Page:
Then I started thinking of how important our writing voice is. Writers, just like musicians, have their own style that they bring to the story that no other writer can do. This is what makes us unique. It makes us different. This is why I think it’s crucial for writers to embrace their creativity. Creativity is what helps writers explore their voice. It’s the natural flow of the story. It’s all in “how” things are worded. The “how” is key.

This is why I’m not a fan of critique groups. When critique groups come in, they often kill the writer’s voice because they impose their own voice into the story. I know that using critique groups is a safer way to go, but I think it can end up ruining what makes a writer unique.

The reason a certain reader is going to be attracted to your story is because you wrote it. A readers becomes a fan of a certain writer based on how strongly the writer’s voice has connected with the reader. There’s a reason why some readers put you on their “auto-buy” list. You bring something to the table no other writer can. You bring your own way of telling the story. You are using words in a way that no one writer can do.

This is why one person will like a book by one author but hate a book by another author. Sure, there can something to do with the content in the book itself. Some readers, for example, love strong heroines while others prefer them to be softer. That speaks more of the reader than it does the writer. You can’t worry over stuff like that. The reader’s preference is out of our control. If you try to write for every reader out there, you’ll end up with mediocre stories. (I know because I’ve tried this, and looking back, I wish I had done a couple of stories differently.)

Being true to your voice is going to require some risk. You’ll have to go into the story knowing that not everyone in this world will like your book. You won’t even please everyone who likes the genre you’re writing in. But, you will find some people who will fall in love with your stories because of the way you tell the story. They will seek you out. They will want your other books. They will prefer your books over another writer’s because of your voice.

It’s like the singer I was listening to. This singer doesn’t appeal to everyone. My husband, for instance, hates this particular artist because of the way she “sounds”. But I love her because of the way she sounds. There is no one-size-fits-all approach to producing a song any more than there is to producing a book. The more you write, the more you will discover your voice. The more you embrace your voice, the more authentic you’ll be to your ideal reader. So don’t fret over elements out of your control (like “why” someone won’t like your book). Instead of focus on elements you can control, like the way you tell a story. You’re the only one who can tell a story in your style. There will be someone out there who will love it.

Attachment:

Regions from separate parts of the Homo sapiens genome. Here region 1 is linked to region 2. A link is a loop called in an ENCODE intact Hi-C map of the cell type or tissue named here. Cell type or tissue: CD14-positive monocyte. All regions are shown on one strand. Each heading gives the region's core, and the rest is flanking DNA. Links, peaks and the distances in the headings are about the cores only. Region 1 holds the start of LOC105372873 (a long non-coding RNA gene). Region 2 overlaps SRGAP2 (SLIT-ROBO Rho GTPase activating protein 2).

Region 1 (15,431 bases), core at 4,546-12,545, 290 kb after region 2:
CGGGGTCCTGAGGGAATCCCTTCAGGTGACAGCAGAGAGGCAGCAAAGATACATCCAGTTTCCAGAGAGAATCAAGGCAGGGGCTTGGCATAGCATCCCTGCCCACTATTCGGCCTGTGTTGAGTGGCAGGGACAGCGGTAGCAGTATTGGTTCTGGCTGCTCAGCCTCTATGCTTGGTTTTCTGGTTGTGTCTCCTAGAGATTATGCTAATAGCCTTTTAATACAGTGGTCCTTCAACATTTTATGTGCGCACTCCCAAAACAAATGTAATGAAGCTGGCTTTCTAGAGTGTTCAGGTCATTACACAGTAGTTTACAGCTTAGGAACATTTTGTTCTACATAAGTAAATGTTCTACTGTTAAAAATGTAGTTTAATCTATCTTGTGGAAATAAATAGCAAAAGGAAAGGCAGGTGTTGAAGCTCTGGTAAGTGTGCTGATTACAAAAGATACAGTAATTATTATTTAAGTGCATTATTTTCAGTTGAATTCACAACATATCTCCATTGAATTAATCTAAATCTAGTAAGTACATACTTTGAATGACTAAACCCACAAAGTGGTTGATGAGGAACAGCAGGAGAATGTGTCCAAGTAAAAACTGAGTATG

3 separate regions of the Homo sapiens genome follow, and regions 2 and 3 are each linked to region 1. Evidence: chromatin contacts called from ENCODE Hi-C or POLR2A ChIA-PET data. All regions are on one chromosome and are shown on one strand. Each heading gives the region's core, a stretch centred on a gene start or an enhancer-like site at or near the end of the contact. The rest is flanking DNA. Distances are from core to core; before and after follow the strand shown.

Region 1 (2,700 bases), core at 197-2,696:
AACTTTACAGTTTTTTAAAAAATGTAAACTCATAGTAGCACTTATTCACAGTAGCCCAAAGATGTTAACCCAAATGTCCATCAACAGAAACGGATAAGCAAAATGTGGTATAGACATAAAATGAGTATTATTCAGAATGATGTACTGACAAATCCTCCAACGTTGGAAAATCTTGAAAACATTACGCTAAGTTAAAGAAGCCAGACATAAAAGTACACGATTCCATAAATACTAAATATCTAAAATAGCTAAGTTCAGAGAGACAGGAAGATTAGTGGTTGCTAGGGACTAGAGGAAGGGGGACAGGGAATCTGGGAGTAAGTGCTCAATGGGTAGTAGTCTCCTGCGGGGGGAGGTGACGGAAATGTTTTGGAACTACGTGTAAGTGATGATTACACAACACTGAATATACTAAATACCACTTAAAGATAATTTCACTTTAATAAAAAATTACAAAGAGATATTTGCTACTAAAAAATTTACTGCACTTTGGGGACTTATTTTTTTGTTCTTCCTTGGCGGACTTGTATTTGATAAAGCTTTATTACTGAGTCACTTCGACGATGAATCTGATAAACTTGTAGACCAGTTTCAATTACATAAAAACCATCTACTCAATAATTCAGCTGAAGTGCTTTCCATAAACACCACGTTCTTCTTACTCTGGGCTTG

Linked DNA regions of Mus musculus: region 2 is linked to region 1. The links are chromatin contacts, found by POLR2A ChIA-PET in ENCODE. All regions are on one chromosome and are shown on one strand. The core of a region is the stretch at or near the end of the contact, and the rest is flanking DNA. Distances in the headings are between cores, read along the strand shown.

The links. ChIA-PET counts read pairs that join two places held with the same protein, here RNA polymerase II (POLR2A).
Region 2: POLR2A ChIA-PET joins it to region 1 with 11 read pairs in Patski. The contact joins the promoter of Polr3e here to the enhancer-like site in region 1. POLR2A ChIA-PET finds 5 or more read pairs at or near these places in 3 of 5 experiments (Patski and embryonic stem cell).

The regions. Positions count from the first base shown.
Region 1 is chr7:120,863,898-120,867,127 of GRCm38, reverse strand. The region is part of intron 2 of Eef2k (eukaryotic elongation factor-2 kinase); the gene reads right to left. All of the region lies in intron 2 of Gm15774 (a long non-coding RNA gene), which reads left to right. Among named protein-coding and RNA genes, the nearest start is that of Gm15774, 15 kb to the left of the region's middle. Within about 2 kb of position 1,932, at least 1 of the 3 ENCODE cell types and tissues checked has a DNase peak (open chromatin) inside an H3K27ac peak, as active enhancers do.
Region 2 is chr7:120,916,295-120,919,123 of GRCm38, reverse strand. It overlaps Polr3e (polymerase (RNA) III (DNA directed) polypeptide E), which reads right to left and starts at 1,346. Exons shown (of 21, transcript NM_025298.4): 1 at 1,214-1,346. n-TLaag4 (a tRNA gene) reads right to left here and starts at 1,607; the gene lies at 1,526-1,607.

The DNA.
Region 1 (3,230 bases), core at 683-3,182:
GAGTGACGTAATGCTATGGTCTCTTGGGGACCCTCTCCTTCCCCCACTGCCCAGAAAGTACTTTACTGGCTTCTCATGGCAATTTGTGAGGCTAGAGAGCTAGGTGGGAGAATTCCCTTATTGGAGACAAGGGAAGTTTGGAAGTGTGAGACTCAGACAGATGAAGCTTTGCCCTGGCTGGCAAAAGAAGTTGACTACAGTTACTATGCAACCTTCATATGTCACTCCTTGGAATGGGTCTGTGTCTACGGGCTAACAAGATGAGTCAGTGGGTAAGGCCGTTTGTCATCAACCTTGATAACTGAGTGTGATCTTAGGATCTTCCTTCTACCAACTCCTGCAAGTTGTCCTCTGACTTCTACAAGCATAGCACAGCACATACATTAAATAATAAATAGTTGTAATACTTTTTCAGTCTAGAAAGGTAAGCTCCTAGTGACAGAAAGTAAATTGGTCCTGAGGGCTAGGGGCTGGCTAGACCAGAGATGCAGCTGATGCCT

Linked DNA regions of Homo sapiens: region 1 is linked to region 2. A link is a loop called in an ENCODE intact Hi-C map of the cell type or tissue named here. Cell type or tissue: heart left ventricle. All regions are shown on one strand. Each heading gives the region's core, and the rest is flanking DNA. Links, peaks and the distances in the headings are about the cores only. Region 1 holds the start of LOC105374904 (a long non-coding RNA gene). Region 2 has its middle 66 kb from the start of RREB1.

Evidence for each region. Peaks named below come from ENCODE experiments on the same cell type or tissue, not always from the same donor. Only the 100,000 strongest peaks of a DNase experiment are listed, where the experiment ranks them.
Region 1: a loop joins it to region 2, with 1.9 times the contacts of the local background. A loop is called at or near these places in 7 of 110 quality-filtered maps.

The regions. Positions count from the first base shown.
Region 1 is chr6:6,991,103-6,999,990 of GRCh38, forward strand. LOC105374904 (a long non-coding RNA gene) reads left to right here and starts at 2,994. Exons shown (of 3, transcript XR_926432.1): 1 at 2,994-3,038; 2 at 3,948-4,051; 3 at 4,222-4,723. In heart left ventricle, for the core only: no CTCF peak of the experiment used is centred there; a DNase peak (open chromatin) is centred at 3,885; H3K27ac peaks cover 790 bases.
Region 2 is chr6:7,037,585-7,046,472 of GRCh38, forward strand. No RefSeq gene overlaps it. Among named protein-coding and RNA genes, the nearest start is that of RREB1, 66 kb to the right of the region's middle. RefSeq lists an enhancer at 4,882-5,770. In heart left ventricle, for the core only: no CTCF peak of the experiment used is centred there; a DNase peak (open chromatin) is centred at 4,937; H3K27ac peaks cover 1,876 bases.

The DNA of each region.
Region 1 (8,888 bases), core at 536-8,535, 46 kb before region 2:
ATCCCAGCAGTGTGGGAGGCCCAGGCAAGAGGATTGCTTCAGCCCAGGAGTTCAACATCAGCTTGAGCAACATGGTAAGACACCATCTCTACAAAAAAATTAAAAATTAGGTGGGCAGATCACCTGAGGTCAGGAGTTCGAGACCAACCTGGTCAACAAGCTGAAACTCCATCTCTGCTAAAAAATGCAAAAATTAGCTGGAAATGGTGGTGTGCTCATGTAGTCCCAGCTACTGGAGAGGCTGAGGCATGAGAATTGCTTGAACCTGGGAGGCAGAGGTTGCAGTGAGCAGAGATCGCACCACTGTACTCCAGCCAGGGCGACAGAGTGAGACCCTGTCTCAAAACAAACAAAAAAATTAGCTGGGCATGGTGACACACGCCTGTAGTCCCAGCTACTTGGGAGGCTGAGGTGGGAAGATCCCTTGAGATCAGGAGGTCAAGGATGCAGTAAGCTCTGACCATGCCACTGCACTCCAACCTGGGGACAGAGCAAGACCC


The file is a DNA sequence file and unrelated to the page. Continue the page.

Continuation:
Finding Your Target Audience

I was talking to an author friend, and she’s working on a series that has been difficult for her to finish because she worries that people are going to think the books suck.  I originally intended to write a post on confronting this horrible feeling (because I have it from time to time, too).  I don’t think any writer is immune to worrying their book will not resonate with the right crowd.

But then I thought, “Who is the right crowd?” If we define who we’re writing for and craft our book directly to that group of people, I think we will have a book they will love reading.  If we write for the wrong crowd, then they will not like our book.  So today, I’m going to discuss how to find out who your target audience is.  Once you have defined that, you can then take a look at character tropes and plot tropes that your audience loves and craft a story around those elements.

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ID 57691913 © Weerapat Wattanapichayakul | Dreamstime.com

Not all audiences are the same.  (Thankfully.)

There’s a saying that goes, “One man’s trash is another man’s treasure.” Fortunately, we live in a world where people have a wide range of interests.  You aren’t stuck writing only to one group of people.

Your target audience are the people you are writing for.  Take a look at books that are similar to the one you’re writing.  What are the reviews like?  Why do people love those books?  Why do they hate them?  For example, there is a group of romance readers who hate sex scenes.  There’s nothing wrong with that.  But if you want to write a spicy romance, then that particular group is not in your target audience.  If one happens to read your book, they will likely give it a negative review because the book did not meet their expectations.

Your goal as a writer is to find out what your audience’s expectations are and then write your story in a way that will meet those expectations.

Why do people love or hate your book?

Let’s say you already have a book or two out, and you don’t know why someone loves or hates your books.  You want to know if you’re on the right track or if you need to change direction.  It could be that you think you’re writing for one particular audience when in reality, you’re really writing for another one.  The best way to find out is by gathering as much feedback as possible.